Television journalism during terror attacks

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This article views television news coverage of ongoing terrorist attacks and their immediate aftermath as a special genre within journalism, and describes norms connected with the genre. The description is based on qualitative analyses of the coverage on major American networks the first 24 hours after the events on September 11, 2001, and on semi-structured personal interviews with 37 journalists who covered the events for ABC, NBC, CBS, CNN, MSNBC and FOX News. In accordance with legal and moral philosopher Alf Ross, each of the norms was expressed as a directive in the interviews and also reflected in the journalistic practices. The described norms form a coherent pattern if safeguarding the existing democracy and the general public is considered to be the main purpose. A coverage based on this pattern of norms can be compared to other forms of crisis management following attacks because it counteracts well known symptoms of national crises.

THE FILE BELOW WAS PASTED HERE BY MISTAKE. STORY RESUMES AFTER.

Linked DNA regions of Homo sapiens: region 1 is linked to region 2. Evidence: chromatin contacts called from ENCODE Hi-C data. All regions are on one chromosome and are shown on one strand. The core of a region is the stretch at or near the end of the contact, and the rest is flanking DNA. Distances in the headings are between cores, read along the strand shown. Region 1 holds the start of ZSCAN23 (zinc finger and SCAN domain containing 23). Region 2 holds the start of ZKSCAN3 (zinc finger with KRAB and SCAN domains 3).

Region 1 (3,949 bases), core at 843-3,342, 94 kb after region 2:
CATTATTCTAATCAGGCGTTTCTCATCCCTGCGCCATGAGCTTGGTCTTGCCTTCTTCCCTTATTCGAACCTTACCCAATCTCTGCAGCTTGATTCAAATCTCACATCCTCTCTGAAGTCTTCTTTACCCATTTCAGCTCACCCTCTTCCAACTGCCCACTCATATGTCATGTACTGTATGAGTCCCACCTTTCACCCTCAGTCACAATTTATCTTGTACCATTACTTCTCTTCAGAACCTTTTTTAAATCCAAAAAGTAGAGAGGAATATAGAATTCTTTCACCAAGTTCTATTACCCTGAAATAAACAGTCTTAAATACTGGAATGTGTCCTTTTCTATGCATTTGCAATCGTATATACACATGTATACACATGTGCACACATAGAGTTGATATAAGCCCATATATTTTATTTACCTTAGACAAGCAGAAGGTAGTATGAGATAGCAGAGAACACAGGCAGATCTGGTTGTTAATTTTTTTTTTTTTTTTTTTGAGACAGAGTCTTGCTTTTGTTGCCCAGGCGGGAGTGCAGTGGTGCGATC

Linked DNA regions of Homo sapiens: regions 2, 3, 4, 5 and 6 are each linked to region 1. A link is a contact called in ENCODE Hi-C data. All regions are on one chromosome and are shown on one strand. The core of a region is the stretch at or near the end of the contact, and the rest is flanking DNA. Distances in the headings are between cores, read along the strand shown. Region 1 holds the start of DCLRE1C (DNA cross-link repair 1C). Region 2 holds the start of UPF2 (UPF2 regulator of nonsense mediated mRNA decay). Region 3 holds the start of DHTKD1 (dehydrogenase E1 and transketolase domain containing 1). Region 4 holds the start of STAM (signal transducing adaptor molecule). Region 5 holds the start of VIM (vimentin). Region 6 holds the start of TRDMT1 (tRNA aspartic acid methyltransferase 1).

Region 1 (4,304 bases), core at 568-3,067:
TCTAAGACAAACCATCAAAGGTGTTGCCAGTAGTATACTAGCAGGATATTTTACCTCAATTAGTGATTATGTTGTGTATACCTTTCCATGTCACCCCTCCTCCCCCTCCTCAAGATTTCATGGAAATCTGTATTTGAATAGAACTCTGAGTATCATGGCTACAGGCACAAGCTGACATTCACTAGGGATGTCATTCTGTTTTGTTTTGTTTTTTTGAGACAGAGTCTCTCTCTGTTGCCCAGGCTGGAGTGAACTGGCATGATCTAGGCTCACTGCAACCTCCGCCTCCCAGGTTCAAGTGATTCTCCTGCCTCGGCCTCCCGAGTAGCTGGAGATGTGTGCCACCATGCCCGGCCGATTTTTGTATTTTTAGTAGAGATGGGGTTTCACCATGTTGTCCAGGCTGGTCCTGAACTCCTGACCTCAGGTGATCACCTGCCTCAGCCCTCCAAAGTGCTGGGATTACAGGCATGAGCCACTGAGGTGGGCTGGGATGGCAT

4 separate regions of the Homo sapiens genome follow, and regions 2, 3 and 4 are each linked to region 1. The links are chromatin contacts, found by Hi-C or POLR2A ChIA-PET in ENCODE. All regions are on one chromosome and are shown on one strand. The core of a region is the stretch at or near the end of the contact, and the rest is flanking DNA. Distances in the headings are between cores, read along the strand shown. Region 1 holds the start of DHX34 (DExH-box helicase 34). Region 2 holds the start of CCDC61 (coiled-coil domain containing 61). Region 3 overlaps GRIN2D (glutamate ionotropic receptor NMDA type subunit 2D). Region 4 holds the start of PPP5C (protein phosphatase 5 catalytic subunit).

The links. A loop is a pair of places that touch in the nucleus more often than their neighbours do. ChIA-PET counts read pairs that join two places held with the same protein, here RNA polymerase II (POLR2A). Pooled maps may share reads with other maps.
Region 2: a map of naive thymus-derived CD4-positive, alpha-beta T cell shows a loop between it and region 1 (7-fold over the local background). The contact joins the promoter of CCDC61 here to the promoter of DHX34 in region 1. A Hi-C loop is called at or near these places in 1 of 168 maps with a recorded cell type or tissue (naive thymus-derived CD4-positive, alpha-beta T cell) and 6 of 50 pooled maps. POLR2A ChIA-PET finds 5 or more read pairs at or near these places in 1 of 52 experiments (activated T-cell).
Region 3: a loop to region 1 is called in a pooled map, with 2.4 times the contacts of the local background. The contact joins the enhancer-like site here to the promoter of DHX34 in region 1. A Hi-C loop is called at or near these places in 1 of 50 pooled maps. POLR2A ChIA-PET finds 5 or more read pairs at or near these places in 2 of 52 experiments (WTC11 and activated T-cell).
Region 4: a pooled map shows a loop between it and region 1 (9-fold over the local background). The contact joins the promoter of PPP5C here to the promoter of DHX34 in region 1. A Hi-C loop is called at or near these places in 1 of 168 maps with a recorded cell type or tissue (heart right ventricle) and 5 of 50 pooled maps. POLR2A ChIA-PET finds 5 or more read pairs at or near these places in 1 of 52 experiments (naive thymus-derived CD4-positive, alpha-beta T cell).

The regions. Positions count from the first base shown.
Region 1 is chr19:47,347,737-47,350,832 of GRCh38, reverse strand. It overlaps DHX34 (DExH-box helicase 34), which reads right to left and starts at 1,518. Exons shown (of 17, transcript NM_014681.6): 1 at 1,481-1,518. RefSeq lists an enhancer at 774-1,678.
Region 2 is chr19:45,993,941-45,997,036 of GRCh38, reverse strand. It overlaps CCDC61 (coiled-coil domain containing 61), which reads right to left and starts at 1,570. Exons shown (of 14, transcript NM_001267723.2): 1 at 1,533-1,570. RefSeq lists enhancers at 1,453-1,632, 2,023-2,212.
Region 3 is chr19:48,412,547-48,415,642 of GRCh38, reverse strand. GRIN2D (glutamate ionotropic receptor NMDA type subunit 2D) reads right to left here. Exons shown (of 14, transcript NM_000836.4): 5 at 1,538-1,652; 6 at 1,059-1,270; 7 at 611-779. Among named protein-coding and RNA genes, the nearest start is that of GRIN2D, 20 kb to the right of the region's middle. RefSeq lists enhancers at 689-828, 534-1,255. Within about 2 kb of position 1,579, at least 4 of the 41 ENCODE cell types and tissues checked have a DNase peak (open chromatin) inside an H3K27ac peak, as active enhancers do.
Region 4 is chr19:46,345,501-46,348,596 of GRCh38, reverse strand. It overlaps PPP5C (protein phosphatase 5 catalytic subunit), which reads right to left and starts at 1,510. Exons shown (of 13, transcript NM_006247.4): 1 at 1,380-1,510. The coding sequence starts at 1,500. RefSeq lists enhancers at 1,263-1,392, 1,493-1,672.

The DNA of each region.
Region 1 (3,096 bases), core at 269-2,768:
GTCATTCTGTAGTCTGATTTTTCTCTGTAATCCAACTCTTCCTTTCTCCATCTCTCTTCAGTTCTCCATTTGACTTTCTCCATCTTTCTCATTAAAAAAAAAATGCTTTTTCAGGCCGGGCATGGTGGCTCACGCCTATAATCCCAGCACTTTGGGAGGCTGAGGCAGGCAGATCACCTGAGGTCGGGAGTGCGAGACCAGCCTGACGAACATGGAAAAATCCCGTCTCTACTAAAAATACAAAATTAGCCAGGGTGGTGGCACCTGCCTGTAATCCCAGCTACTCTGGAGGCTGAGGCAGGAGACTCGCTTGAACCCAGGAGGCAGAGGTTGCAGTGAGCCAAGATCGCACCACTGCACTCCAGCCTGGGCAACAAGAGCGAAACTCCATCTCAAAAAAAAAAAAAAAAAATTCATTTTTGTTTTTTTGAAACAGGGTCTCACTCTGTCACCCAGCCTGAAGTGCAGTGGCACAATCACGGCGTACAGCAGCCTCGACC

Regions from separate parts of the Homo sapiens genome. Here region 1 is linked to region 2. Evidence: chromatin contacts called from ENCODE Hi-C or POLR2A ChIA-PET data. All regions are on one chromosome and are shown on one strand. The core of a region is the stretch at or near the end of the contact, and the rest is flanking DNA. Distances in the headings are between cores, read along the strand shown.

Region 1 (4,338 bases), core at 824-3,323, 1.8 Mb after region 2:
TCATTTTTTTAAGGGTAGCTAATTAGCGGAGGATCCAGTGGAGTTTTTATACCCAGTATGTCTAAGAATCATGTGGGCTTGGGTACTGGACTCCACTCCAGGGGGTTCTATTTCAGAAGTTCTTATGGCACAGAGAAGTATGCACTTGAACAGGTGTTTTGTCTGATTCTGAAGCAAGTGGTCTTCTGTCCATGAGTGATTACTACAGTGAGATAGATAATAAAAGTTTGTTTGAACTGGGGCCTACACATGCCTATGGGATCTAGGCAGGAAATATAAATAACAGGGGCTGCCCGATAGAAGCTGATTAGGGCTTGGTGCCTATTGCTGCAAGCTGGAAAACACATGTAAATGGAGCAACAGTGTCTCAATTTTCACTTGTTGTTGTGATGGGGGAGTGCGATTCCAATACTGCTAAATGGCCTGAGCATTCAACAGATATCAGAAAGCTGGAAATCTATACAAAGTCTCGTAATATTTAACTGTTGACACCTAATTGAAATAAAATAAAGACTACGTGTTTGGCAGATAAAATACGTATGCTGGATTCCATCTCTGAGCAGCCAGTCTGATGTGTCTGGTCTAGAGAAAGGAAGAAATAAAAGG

Original languageEnglish
JournalMedia, War & Conflict
Issue number1
Pages (from-to)31-49
Number of pages19
Publication statusPublished - 2008


  • September 11, 2001
  • Crisis coverage
  • Crisis manager
  • Genre
  • Journalim
  • Professional norms
  • Alf Ross
  • Television
  • Terror

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